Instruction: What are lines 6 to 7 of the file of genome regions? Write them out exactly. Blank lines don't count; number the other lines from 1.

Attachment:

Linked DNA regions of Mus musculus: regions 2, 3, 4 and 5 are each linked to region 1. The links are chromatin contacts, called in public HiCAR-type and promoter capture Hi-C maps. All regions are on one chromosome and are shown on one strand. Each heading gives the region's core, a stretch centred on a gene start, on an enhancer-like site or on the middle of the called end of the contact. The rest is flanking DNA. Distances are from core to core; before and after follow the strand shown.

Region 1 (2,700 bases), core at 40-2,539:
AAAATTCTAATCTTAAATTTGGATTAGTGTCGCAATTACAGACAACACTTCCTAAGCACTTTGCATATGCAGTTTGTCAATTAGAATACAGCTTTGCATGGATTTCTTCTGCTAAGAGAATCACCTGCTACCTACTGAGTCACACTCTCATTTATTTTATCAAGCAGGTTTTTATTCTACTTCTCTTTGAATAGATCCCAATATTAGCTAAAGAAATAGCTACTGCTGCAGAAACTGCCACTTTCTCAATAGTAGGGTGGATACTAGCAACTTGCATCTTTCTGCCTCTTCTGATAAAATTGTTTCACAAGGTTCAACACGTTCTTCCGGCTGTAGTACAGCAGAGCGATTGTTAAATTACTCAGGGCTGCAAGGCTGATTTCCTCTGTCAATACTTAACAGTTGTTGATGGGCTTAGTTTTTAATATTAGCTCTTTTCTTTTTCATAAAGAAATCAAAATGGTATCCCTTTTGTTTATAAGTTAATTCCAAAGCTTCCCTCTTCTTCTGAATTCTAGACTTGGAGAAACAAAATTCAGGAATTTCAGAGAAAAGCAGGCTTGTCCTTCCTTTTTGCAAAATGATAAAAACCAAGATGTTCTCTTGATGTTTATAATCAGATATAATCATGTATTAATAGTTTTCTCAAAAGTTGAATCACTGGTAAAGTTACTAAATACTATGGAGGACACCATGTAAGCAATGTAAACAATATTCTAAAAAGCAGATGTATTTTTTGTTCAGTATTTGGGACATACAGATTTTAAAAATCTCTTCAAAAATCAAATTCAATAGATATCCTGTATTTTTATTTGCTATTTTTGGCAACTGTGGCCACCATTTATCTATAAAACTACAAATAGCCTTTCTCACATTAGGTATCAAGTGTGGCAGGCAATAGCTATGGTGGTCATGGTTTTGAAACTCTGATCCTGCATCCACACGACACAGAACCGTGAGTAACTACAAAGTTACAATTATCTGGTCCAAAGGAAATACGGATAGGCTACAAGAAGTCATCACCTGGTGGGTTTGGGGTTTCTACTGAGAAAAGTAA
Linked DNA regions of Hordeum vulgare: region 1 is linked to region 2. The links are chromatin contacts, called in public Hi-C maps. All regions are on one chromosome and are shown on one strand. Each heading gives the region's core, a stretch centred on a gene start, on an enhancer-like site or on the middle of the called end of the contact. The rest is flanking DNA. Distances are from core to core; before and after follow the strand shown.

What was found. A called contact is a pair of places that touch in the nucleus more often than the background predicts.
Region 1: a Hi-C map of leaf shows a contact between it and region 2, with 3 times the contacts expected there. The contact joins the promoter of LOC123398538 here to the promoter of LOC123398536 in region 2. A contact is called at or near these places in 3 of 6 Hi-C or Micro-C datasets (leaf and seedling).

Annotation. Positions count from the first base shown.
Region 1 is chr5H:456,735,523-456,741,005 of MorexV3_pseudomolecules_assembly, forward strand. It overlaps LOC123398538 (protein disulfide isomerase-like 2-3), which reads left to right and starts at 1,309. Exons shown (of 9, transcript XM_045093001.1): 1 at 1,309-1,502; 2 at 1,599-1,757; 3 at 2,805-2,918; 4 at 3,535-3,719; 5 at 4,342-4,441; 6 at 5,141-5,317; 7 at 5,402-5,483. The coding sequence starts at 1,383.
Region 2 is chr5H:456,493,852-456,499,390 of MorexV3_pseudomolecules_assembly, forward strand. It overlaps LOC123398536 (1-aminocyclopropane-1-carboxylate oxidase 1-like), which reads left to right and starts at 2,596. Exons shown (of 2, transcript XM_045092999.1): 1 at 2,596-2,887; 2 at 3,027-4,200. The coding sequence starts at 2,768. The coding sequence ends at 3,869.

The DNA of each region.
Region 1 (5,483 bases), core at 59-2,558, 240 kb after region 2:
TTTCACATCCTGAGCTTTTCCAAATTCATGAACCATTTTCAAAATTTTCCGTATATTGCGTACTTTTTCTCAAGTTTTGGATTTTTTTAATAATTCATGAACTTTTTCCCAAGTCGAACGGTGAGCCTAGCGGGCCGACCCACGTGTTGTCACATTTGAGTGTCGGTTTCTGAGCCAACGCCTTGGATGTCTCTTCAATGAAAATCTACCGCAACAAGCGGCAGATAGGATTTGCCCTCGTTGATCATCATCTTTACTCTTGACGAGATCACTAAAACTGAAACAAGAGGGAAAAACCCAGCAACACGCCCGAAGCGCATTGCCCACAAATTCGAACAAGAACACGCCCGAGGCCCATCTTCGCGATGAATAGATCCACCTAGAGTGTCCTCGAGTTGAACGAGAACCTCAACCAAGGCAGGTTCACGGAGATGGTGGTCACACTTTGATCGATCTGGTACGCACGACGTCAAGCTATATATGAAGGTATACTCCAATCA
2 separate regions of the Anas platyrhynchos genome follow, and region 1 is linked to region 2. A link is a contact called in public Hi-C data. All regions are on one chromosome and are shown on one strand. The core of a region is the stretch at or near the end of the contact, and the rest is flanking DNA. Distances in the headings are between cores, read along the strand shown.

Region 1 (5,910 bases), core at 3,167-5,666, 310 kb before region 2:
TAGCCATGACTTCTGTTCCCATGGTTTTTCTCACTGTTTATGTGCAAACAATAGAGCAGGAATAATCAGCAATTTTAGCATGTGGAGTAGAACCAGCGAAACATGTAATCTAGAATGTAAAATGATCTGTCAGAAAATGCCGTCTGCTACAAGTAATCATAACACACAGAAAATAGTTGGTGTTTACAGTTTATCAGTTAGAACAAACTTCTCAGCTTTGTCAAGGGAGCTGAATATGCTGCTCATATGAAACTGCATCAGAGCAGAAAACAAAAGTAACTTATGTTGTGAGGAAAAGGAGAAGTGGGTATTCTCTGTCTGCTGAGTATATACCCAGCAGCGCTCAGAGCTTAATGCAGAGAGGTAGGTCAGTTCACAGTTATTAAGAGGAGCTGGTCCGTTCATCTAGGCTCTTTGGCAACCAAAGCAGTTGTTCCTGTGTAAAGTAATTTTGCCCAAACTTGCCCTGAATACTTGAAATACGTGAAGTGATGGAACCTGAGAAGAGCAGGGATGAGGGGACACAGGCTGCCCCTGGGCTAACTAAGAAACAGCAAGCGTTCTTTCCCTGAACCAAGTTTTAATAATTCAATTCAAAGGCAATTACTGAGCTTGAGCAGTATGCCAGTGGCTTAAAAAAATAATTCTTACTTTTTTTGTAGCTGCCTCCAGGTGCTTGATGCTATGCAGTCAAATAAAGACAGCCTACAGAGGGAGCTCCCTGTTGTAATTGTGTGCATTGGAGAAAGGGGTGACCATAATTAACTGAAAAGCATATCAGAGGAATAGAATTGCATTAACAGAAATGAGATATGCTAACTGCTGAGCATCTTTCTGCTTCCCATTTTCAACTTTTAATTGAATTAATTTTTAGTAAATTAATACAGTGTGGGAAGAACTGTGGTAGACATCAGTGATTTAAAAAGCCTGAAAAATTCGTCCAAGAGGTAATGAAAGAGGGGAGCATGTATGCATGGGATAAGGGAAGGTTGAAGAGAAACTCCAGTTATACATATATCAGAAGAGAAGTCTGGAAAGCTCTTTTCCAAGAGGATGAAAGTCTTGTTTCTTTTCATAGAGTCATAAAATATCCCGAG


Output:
Region 1: a Hi-C map of leaf shows a contact between it and region 2, with 3 times the contacts expected there. The contact joins the promoter of LOC123398538 here to the promoter of LOC123398536 in region 2. A contact is called at or near these places in 3 of 6 Hi-C or Micro-C datasets (leaf and seedling).

Annotation. Positions count from the first base shown.